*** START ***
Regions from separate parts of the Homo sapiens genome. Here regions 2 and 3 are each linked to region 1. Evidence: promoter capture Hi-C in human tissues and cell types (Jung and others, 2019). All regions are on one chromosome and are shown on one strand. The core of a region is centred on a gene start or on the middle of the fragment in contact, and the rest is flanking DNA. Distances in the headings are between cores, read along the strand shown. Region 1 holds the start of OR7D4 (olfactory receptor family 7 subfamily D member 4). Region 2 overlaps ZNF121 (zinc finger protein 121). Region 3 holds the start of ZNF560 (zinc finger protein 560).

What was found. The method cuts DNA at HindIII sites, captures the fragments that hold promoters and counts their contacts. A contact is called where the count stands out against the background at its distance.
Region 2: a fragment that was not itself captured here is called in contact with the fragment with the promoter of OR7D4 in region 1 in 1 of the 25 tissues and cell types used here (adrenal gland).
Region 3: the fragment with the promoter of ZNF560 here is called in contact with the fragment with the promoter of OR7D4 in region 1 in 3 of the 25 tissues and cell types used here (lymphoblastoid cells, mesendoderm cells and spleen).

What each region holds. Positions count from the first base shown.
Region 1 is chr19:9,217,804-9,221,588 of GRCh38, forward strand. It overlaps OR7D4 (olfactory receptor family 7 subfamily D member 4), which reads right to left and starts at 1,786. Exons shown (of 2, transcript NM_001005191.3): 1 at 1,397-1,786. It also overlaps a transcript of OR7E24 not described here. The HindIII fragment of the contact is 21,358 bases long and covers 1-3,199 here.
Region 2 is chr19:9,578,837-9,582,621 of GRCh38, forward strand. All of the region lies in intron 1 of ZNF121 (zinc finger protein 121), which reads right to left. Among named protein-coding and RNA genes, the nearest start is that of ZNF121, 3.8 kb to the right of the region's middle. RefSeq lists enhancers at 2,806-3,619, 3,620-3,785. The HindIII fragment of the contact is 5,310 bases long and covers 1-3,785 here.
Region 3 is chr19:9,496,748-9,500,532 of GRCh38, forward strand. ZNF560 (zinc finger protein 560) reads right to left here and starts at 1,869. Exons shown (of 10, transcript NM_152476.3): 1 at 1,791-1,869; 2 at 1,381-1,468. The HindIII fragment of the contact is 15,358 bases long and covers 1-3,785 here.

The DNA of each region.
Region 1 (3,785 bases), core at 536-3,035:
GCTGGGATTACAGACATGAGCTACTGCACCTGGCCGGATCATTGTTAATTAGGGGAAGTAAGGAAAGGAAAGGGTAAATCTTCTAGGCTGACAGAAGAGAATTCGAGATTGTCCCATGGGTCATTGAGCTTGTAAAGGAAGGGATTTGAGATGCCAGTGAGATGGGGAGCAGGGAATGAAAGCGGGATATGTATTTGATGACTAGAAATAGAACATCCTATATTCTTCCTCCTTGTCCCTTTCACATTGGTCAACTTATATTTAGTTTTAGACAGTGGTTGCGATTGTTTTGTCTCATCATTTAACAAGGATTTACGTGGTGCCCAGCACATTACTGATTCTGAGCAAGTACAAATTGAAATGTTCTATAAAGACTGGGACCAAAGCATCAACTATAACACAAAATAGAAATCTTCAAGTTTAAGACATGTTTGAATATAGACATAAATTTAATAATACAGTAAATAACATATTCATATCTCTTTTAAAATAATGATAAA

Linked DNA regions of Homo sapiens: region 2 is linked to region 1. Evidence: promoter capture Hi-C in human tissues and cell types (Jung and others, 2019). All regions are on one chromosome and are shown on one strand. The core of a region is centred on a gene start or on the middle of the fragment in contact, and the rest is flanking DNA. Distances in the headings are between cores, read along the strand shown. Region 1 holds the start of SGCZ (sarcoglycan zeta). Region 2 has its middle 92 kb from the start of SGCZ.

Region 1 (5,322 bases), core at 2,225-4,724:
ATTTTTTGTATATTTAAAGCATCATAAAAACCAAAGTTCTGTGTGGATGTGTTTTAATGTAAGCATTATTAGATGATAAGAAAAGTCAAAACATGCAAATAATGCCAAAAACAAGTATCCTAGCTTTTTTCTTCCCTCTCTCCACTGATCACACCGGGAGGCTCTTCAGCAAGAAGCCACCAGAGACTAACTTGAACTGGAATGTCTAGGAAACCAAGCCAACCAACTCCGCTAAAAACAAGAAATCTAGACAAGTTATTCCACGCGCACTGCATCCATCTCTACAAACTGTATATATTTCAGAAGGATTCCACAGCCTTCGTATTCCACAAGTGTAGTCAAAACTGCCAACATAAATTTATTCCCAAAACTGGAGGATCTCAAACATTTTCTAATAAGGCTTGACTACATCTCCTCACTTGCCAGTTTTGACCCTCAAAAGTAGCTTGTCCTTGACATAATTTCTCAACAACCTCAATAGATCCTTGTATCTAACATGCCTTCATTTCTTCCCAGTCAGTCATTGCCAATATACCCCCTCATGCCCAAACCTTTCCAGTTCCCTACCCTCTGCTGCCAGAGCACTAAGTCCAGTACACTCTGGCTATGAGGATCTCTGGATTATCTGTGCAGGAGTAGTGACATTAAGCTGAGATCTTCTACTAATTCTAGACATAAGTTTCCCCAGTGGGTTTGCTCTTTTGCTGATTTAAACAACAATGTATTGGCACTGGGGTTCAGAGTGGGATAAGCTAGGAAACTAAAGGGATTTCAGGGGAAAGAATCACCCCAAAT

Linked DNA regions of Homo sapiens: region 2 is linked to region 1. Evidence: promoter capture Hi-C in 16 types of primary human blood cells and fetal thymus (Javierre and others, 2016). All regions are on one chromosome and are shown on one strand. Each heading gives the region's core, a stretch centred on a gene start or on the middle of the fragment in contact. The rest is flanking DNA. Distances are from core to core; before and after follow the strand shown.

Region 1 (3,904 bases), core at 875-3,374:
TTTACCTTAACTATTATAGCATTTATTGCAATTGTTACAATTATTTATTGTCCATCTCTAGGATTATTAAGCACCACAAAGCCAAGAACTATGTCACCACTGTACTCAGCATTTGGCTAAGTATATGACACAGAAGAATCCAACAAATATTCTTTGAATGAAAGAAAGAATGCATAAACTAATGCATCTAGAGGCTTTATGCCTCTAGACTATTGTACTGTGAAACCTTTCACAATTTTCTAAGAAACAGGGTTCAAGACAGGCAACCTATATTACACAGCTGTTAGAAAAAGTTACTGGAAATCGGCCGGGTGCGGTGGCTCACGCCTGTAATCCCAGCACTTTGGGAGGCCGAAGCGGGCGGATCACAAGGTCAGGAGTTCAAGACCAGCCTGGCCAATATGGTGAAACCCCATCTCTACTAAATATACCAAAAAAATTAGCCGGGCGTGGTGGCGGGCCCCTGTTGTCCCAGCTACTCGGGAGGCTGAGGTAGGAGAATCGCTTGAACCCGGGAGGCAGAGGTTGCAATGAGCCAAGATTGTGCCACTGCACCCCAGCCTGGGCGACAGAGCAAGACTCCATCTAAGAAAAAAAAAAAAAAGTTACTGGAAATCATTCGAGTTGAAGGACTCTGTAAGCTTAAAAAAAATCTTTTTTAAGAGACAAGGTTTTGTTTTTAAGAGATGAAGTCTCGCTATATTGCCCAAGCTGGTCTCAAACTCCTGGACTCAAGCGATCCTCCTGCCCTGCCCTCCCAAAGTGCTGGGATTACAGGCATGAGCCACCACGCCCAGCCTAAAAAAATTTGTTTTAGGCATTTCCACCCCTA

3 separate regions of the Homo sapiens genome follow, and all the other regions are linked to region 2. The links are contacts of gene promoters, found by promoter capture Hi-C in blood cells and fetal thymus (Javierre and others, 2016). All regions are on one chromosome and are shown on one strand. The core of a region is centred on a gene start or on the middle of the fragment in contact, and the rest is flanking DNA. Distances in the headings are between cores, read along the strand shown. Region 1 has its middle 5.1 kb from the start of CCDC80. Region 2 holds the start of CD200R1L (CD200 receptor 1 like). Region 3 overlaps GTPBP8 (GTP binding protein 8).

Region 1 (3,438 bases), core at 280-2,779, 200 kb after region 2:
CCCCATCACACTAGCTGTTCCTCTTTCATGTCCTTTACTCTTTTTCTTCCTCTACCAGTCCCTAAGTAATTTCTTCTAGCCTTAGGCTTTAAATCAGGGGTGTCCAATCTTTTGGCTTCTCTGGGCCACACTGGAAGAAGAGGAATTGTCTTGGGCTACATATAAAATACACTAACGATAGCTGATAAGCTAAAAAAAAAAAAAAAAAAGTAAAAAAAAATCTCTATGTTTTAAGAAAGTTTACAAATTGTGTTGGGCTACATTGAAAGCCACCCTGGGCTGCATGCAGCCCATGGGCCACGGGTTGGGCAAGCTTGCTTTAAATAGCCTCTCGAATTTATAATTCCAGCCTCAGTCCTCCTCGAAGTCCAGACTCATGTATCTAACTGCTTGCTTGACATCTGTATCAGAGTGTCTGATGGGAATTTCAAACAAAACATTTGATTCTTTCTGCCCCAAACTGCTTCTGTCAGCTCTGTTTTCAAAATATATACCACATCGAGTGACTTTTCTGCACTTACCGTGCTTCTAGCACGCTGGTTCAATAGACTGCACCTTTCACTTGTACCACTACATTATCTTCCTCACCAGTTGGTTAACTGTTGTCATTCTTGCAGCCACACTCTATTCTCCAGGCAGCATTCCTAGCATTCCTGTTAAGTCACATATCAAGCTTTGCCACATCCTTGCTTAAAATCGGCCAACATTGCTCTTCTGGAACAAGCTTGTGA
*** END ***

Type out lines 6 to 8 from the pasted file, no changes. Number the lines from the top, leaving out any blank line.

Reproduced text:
Region 1 is chr19:9,217,804-9,221,588 of GRCh38, forward strand. It overlaps OR7D4 (olfactory receptor family 7 subfamily D member 4), which reads right to left and starts at 1,786. Exons shown (of 2, transcript NM_001005191.3): 1 at 1,397-1,786. It also overlaps a transcript of OR7E24 not described here. The HindIII fragment of the contact is 21,358 bases long and covers 1-3,199 here.
Region 2 is chr19:9,578,837-9,582,621 of GRCh38, forward strand. All of the region lies in intron 1 of ZNF121 (zinc finger protein 121), which reads right to left. Among named protein-coding and RNA genes, the nearest start is that of ZNF121, 3.8 kb to the right of the region's middle. RefSeq lists enhancers at 2,806-3,619, 3,620-3,785. The HindIII fragment of the contact is 5,310 bases long and covers 1-3,785 here.
Region 3 is chr19:9,496,748-9,500,532 of GRCh38, forward strand. ZNF560 (zinc finger protein 560) reads right to left here and starts at 1,869. Exons shown (of 10, transcript NM_152476.3): 1 at 1,791-1,869; 2 at 1,381-1,468. The HindIII fragment of the contact is 15,358 bases long and covers 1-3,785 here.